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  1. #1
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    Obtaining hash methods from a custom Class

    Thanks in advance for taking the time to even respond to this. I'm in the process of learning programming, Ruby language to be specific.

    I am trying to understand the correct way to set up class definitions.

    The attached code is meant to open a .csv file, store the two fields in a Structure, and then convert the structure to a hash.

    I am trying to wrap the process into the def initiator of my class. When the new object is created, there are not any methods I can use on it. I keep getting method not defined errors when trying to use the Hash methods.

    How do I set this up so I can add Hash methods to my class CellLookup?

    Code Ruby:
    IMPORT_CELLS = "Omaha_Equip.txt"
     
    ##Strucutre to hold imported cell names
    Struct.new('Equipment', :number, :name)
     
     
     
    class CellLookup 
    attr_reader :cell_hash
    #
      def initialize(cell_list)
        cells = []
        File.open(cell_list,"r").each_line do |line|
    	  new = line.chomp.split(",")
    	  equipnum = new[0]
    	  equipname = new[1]
    	  cells << (Struct::Equipment.new(equipnum, equipname))
        end
     
    #convert file to hash with key=Cell BTS Num and Value = Struct::EquipName
        cell_hash = cells.inject({}) do |hash,iterate| 
    	  (hash[iterate.number] ||= []) << iterate
    	  hash  
        end
      @cell_hash = cell_hash
      end
    end
     
     
    import = CellLookup.new(IMPORT_CELLS)
     
    puts import.keys

    Thanks in advance for any advice. BTW, this is for an alarm log parser for a wireless telephone switch, although it's mainly a learning exercise.
    Last edited by jschro02; Apr 12, 2008 at 09:20.

  2. #2
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    You're calling import.keys. This should be import.cell_hash.keys.

    Your code can be simplified considerably by using Ruby's CSV module:

    Code ruby:
    hash = Hash[*CSV.read('Omaha_Equip.txt').flatten]

    This reads the CSV file Omaha_Equip.txt into a hash. The hash's keys are the first elements of each row, the values are the second elements.

    If Omaha_Equip.txt looks like this:

    Code:
    a,1
    b,2
    c,3
    Then the hash will look like this:

    Code ruby:
    {"a"=>"1", "b"=>"2", "c"=>"3"}

    All in just one line of code

  3. #3
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    Thanks for the reply, I was able to condense what I had done initially quite a bit. I didn't use the method recommended above because I would like to read my .csv file into a Data Strucuture for easy use elsewhere.

    my Omaha.txt looks like this:
    Code:
    MC800BTS1000,County Line,855000
    MC800BTS1001,Craig,855001
    MC800BTS1002,Greys Lake,855002
    The code I came up with for bringing it into a hash looks like this:
    Code Ruby:
    Struct.new('Equipment', :num, :name, :id) #structure to hold  BTS#, site name, and financeid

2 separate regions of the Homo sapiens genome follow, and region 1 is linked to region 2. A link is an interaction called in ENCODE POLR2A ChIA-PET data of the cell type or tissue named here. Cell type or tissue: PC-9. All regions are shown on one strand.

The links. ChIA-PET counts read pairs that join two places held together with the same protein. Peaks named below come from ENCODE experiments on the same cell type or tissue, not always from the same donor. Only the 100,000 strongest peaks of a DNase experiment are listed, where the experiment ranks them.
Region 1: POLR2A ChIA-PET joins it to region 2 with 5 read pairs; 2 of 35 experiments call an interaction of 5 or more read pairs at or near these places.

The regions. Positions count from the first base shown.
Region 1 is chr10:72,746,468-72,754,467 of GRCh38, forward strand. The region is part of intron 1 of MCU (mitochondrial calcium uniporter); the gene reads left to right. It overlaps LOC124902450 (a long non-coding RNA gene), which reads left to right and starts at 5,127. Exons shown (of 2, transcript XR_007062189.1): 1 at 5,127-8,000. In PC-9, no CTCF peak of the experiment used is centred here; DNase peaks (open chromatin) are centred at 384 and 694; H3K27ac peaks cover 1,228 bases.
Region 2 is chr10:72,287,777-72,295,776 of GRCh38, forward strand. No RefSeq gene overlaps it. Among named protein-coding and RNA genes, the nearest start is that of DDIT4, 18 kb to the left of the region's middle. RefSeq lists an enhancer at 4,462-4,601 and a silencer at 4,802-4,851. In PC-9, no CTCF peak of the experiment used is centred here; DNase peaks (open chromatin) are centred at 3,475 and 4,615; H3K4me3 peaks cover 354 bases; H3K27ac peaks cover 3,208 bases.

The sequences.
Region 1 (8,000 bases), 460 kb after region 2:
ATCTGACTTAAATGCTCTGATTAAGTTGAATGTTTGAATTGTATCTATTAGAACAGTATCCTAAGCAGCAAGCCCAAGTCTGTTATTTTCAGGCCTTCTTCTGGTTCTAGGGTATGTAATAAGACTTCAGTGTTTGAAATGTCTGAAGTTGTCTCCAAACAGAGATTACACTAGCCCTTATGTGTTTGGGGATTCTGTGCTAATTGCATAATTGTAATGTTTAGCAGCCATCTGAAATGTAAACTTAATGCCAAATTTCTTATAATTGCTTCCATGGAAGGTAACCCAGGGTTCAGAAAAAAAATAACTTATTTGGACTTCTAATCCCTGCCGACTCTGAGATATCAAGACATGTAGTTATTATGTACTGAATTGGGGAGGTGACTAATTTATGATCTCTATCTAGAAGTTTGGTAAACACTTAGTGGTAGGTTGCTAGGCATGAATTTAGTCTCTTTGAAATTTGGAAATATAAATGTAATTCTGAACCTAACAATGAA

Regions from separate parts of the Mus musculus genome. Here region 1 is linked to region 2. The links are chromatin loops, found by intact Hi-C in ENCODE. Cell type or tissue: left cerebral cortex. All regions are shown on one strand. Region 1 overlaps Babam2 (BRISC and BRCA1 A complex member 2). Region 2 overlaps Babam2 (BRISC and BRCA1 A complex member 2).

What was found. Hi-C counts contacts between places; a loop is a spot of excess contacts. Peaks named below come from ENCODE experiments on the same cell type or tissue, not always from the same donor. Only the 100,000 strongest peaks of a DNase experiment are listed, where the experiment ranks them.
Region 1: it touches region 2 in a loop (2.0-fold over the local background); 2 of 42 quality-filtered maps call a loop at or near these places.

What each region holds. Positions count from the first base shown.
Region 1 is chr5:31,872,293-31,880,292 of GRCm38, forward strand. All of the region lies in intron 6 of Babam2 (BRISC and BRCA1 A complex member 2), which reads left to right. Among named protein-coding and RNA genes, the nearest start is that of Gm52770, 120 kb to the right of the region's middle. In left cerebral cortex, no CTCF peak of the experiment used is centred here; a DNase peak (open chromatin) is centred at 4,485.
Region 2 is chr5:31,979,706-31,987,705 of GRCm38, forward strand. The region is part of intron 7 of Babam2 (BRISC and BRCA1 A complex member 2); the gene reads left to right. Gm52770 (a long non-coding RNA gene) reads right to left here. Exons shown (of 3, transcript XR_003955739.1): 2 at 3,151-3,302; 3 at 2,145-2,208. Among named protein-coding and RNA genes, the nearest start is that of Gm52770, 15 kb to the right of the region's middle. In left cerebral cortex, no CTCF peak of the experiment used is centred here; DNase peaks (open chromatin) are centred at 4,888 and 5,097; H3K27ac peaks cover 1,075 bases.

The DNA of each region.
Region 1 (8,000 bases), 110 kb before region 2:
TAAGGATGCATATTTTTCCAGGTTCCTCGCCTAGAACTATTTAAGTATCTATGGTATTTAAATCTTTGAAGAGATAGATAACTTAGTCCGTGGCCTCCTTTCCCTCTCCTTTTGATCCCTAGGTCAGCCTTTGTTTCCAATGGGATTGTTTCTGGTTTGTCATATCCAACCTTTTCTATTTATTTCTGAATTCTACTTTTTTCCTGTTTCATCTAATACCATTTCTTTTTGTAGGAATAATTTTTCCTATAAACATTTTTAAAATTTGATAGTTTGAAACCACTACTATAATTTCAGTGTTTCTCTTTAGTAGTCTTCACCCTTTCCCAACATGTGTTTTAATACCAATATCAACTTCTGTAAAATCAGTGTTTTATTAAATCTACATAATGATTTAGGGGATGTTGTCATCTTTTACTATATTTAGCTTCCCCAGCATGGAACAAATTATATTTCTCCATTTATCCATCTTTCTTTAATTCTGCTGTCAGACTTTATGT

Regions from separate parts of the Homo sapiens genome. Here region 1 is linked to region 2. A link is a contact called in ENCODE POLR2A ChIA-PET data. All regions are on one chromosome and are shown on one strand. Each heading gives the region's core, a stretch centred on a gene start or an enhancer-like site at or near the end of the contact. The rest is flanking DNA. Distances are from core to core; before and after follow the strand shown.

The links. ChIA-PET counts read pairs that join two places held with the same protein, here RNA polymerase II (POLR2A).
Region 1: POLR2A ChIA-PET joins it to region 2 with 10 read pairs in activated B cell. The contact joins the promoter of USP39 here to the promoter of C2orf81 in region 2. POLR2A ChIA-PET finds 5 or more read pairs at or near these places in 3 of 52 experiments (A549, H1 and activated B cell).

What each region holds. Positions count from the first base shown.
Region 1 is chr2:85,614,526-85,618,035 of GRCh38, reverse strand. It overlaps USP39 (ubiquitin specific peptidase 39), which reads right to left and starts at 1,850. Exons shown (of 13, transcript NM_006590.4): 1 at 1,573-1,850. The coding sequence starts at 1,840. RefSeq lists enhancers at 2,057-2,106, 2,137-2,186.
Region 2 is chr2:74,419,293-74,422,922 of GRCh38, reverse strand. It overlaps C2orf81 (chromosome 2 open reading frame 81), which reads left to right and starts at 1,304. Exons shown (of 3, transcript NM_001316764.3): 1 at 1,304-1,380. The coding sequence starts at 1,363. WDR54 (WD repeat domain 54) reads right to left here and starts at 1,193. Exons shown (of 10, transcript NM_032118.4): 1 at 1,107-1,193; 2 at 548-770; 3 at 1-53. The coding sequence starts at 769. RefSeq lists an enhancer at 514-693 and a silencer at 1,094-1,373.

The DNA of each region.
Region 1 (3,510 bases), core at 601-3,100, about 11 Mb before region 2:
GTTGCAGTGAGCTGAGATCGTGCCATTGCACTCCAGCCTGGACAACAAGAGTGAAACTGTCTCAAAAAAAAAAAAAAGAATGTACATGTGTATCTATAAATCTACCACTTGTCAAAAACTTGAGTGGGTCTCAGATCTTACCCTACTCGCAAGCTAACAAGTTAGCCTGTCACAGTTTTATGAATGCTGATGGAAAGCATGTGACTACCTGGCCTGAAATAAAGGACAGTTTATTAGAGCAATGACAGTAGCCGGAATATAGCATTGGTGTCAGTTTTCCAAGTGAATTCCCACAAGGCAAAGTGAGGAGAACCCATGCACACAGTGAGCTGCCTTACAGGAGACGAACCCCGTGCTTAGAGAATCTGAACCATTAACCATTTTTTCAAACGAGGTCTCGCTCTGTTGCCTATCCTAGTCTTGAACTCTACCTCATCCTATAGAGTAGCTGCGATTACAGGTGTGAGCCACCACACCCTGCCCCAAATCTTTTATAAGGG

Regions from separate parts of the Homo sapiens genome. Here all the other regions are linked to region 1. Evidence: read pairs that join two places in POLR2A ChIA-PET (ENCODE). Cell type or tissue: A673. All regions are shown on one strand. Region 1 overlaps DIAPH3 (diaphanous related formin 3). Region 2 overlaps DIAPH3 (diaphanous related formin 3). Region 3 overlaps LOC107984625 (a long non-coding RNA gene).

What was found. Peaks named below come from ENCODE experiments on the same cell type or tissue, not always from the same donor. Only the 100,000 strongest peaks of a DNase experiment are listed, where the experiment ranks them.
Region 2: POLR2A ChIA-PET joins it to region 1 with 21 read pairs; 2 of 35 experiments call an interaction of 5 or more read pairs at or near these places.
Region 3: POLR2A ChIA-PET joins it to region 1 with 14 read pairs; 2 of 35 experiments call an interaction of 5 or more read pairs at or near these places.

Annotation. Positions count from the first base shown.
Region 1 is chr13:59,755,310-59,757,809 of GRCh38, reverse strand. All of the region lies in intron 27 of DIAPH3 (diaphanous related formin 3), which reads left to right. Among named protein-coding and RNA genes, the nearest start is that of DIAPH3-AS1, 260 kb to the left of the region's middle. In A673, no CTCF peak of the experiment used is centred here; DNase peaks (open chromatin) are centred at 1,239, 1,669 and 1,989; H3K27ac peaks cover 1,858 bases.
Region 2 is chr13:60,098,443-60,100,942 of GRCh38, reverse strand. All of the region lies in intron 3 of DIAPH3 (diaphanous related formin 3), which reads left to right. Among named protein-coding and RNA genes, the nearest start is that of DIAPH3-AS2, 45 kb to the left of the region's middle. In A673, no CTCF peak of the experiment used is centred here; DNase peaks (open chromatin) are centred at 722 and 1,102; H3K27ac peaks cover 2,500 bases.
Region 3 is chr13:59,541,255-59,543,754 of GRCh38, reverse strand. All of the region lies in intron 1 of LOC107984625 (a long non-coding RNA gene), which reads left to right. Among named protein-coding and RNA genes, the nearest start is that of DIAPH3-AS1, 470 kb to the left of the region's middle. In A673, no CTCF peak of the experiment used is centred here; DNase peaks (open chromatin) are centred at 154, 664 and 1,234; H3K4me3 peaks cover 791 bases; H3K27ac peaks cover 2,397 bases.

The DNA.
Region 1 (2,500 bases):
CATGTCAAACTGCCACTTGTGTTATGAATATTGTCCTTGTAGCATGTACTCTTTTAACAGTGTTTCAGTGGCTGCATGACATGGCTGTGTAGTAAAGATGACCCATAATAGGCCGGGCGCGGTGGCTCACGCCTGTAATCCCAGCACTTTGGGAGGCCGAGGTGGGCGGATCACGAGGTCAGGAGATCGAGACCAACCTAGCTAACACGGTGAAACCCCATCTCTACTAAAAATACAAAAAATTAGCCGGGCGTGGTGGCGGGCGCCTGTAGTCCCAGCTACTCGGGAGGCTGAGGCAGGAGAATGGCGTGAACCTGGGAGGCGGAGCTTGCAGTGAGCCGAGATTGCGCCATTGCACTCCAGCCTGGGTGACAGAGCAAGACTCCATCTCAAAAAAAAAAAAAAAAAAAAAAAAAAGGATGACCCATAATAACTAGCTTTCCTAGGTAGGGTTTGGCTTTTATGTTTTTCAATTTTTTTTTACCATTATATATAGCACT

cell_hash = {} #The hash I want to use
     
    CSV.open('Omaha_Equip.txt','r') do |line|  #populate the hash from Omaha_Equip.txt file
      num,name,id = line
      cell_hash[num] = Struct::Equipment.new(num, name, id)
      end

    However, I am still a bit perplexed as to how I would create a Class around this. I would like to be able to do something like this:

    Code Ruby:
    omaha_lookup = ClassLookup.new(TEXTFILE)

    my omaha_lookup variable would then contain the hash. However, I do not know how to do this and get the code so all the Hash methods will be available to objects of class ClassLookup (ie, so omaha_lookup.keys, for example) would actually work.

    Sorry if this is a very noobish question, but I'm a very noobish coder.

  4. #4
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    You can also use a function, like this:

    Code ruby:
    Equipment = Struct.new(:num, :name, :id)
     
    def parse_file(file) # use a more descriptive name instead of parse_file
      cell_hash = {}
      CSV.open(file, 'r') do |line|
        num, name, id=  line
        cell_hash[num] = Equipment.new(num, name, id)
      end
    end
     
    omaha_lookup = parse_file(TEXTFILE)

    This just defines a function that returns the hash itself. If you want to have a special class with all hash methods you can subclass Hash:

    Code ruby:
    class ClassLookup < Hash # or a better name?
      def initialize(file)
        CSV.open(file, 'r') do |line|
          num, name, id = line
          self[num] = Equipment.new(num, name, id)
        end
      end
    end
     
    omaha_lookup = ClassLookup.new(TEXTFILE)

  5. #5
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    Thank you. I was very confused as to how to do this.

    I was wanting to do this as a class, but I see that it doesn't necessarily make a lot of sense to do so in this particular situation.

    Since there is only one method to the ClassLookup class, would it make more sense to simply do this as a function, as you initially showed in your example?

    I'm still learning about all this, and deciding when to make a class and when to do just a function is still a little fuzzy.

    Thanks, this has been very helpful.

  6. #6
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    I'd use a function in this case, because you're not really creating a new data structure. It's often not clear what's the best (simplest) solution until you've implemented both...

  7. #7
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    You certainly have been helpful. Thanks for the time.


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